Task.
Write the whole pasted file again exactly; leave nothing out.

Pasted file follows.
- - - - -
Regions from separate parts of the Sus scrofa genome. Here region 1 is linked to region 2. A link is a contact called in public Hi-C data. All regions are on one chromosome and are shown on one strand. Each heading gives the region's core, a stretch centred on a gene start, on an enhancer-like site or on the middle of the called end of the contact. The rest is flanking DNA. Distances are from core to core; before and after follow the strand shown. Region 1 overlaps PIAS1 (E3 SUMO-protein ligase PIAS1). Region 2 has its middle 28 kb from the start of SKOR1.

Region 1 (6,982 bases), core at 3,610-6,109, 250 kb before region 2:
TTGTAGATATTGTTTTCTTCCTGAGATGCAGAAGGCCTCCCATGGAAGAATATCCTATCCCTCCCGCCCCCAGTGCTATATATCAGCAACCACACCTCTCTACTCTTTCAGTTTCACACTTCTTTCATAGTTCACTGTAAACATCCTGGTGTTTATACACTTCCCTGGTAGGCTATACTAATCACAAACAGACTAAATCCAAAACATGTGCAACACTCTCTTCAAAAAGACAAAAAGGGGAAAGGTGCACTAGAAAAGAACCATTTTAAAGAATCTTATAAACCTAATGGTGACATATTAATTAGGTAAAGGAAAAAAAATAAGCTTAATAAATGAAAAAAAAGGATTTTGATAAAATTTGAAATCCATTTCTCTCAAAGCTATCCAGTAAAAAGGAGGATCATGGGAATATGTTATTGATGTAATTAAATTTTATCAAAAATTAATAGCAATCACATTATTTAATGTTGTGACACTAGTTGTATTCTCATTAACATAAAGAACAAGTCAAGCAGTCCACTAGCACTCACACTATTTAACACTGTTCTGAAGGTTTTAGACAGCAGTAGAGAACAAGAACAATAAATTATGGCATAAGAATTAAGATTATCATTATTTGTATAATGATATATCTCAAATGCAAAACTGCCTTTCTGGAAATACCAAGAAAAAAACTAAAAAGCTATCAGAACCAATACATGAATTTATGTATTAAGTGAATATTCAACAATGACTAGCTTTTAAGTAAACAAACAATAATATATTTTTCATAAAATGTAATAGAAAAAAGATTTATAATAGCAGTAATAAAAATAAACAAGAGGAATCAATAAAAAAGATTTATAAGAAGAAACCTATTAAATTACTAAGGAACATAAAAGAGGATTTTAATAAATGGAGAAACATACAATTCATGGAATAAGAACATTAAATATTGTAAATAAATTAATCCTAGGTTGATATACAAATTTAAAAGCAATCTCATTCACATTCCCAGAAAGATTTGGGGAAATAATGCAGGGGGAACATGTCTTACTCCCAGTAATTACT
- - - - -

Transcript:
Regions from separate parts of the Sus scrofa genome. Here region 1 is linked to region 2. A link is a contact called in public Hi-C data. All regions are on one chromosome and are shown on one strand. Each heading gives the region's core, a stretch centred on a gene start, on an enhancer-like site or on the middle of the called end of the contact. The rest is flanking DNA. Distances are from core to core; before and after follow the strand shown. Region 1 overlaps PIAS1 (E3 SUMO-protein ligase PIAS1). Region 2 has its middle 28 kb from the start of SKOR1.

Region 1 (6,982 bases), core at 3,610-6,109, 250 kb before region 2:
TTGTAGATATTGTTTTCTTCCTGAGATGCAGAAGGCCTCCCATGGAAGAATATCCTATCCCTCCCGCCCCCAGTGCTATATATCAGCAACCACACCTCTCTACTCTTTCAGTTTCACACTTCTTTCATAGTTCACTGTAAACATCCTGGTGTTTATACACTTCCCTGGTAGGCTATACTAATCACAAACAGACTAAATCCAAAACATGTGCAACACTCTCTTCAAAAAGACAAAAAGGGGAAAGGTGCACTAGAAAAGAACCATTTTAAAGAATCTTATAAACCTAATGGTGACATATTAATTAGGTAAAGGAAAAAAAATAAGCTTAATAAATGAAAAAAAAGGATTTTGATAAAATTTGAAATCCATTTCTCTCAAAGCTATCCAGTAAAAAGGAGGATCATGGGAATATGTTATTGATGTAATTAAATTTTATCAAAAATTAATAGCAATCACATTATTTAATGTTGTGACACTAGTTGTATTCTCATTAACATAAAGAACAAGTCAAGCAGTCCACTAGCACTCACACTATTTAACACTGTTCTGAAGGTTTTAGACAGCAGTAGAGAACAAGAACAATAAATTATGGCATAAGAATTAAGATTATCATTATTTGTATAATGATATATCTCAAATGCAAAACTGCCTTTCTGGAAATACCAAGAAAAAAACTAAAAAGCTATCAGAACCAATACATGAATTTATGTATTAAGTGAATATTCAACAATGACTAGCTTTTAAGTAAACAAACAATAATATATTTTTCATAAAATGTAATAGAAAAAAGATTTATAATAGCAGTAATAAAAATAAACAAGAGGAATCAATAAAAAAGATTTATAAGAAGAAACCTATTAAATTACTAAGGAACATAAAAGAGGATTTTAATAAATGGAGAAACATACAATTCATGGAATAAGAACATTAAATATTGTAAATAAATTAATCCTAGGTTGATATACAAATTTAAAAGCAATCTCATTCACATTCCCAGAAAGATTTGGGGAAATAATGCAGGGGGAACATGTCTTACTCCCAGTAATTACT